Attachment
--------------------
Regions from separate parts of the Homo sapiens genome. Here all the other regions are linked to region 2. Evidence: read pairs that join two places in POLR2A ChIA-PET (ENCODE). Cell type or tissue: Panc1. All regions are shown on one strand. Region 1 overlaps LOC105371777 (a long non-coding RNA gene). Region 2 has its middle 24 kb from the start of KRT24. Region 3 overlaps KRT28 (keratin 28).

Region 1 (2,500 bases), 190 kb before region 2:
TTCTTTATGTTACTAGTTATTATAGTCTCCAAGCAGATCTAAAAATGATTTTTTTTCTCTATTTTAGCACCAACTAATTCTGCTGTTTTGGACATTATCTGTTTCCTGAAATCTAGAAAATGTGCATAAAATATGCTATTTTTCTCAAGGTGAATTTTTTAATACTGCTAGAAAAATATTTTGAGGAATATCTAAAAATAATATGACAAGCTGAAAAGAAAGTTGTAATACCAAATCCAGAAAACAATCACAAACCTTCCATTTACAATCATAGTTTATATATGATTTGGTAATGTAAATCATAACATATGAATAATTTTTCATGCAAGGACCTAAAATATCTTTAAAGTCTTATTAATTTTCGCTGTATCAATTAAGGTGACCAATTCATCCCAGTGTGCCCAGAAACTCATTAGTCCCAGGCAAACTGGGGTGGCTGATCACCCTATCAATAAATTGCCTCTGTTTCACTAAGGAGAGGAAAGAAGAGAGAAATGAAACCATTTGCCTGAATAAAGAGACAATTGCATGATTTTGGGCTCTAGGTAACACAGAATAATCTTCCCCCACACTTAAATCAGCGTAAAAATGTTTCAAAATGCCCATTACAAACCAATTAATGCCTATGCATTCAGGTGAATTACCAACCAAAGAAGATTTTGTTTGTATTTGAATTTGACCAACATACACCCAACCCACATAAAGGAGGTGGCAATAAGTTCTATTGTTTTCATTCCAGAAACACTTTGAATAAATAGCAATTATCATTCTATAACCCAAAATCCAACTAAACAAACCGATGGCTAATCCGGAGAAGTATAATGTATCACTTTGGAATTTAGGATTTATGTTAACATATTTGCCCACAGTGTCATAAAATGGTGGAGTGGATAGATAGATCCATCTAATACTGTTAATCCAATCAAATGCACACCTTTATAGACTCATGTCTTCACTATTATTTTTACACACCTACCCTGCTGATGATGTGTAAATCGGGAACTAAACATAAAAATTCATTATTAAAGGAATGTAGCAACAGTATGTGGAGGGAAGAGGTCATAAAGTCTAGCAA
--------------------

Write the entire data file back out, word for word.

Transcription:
Regions from separate parts of the Homo sapiens genome. Here all the other regions are linked to region 2. Evidence: read pairs that join two places in POLR2A ChIA-PET (ENCODE). Cell type or tissue: Panc1. All regions are shown on one strand. Region 1 overlaps LOC105371777 (a long non-coding RNA gene). Region 2 has its middle 24 kb from the start of KRT24. Region 3 overlaps KRT28 (keratin 28).

Region 1 (2,500 bases), 190 kb before region 2:
TTCTTTATGTTACTAGTTATTATAGTCTCCAAGCAGATCTAAAAATGATTTTTTTTCTCTATTTTAGCACCAACTAATTCTGCTGTTTTGGACATTATCTGTTTCCTGAAATCTAGAAAATGTGCATAAAATATGCTATTTTTCTCAAGGTGAATTTTTTAATACTGCTAGAAAAATATTTTGAGGAATATCTAAAAATAATATGACAAGCTGAAAAGAAAGTTGTAATACCAAATCCAGAAAACAATCACAAACCTTCCATTTACAATCATAGTTTATATATGATTTGGTAATGTAAATCATAACATATGAATAATTTTTCATGCAAGGACCTAAAATATCTTTAAAGTCTTATTAATTTTCGCTGTATCAATTAAGGTGACCAATTCATCCCAGTGTGCCCAGAAACTCATTAGTCCCAGGCAAACTGGGGTGGCTGATCACCCTATCAATAAATTGCCTCTGTTTCACTAAGGAGAGGAAAGAAGAGAGAAATGAAACCATTTGCCTGAATAAAGAGACAATTGCATGATTTTGGGCTCTAGGTAACACAGAATAATCTTCCCCCACACTTAAATCAGCGTAAAAATGTTTCAAAATGCCCATTACAAACCAATTAATGCCTATGCATTCAGGTGAATTACCAACCAAAGAAGATTTTGTTTGTATTTGAATTTGACCAACATACACCCAACCCACATAAAGGAGGTGGCAATAAGTTCTATTGTTTTCATTCCAGAAACACTTTGAATAAATAGCAATTATCATTCTATAACCCAAAATCCAACTAAACAAACCGATGGCTAATCCGGAGAAGTATAATGTATCACTTTGGAATTTAGGATTTATGTTAACATATTTGCCCACAGTGTCATAAAATGGTGGAGTGGATAGATAGATCCATCTAATACTGTTAATCCAATCAAATGCACACCTTTATAGACTCATGTCTTCACTATTATTTTTACACACCTACCCTGCTGATGATGTGTAAATCGGGAACTAAACATAAAAATTCATTATTAAAGGAATGTAGCAACAGTATGTGGAGGGAAGAGGTCATAAAGTCTAGCAA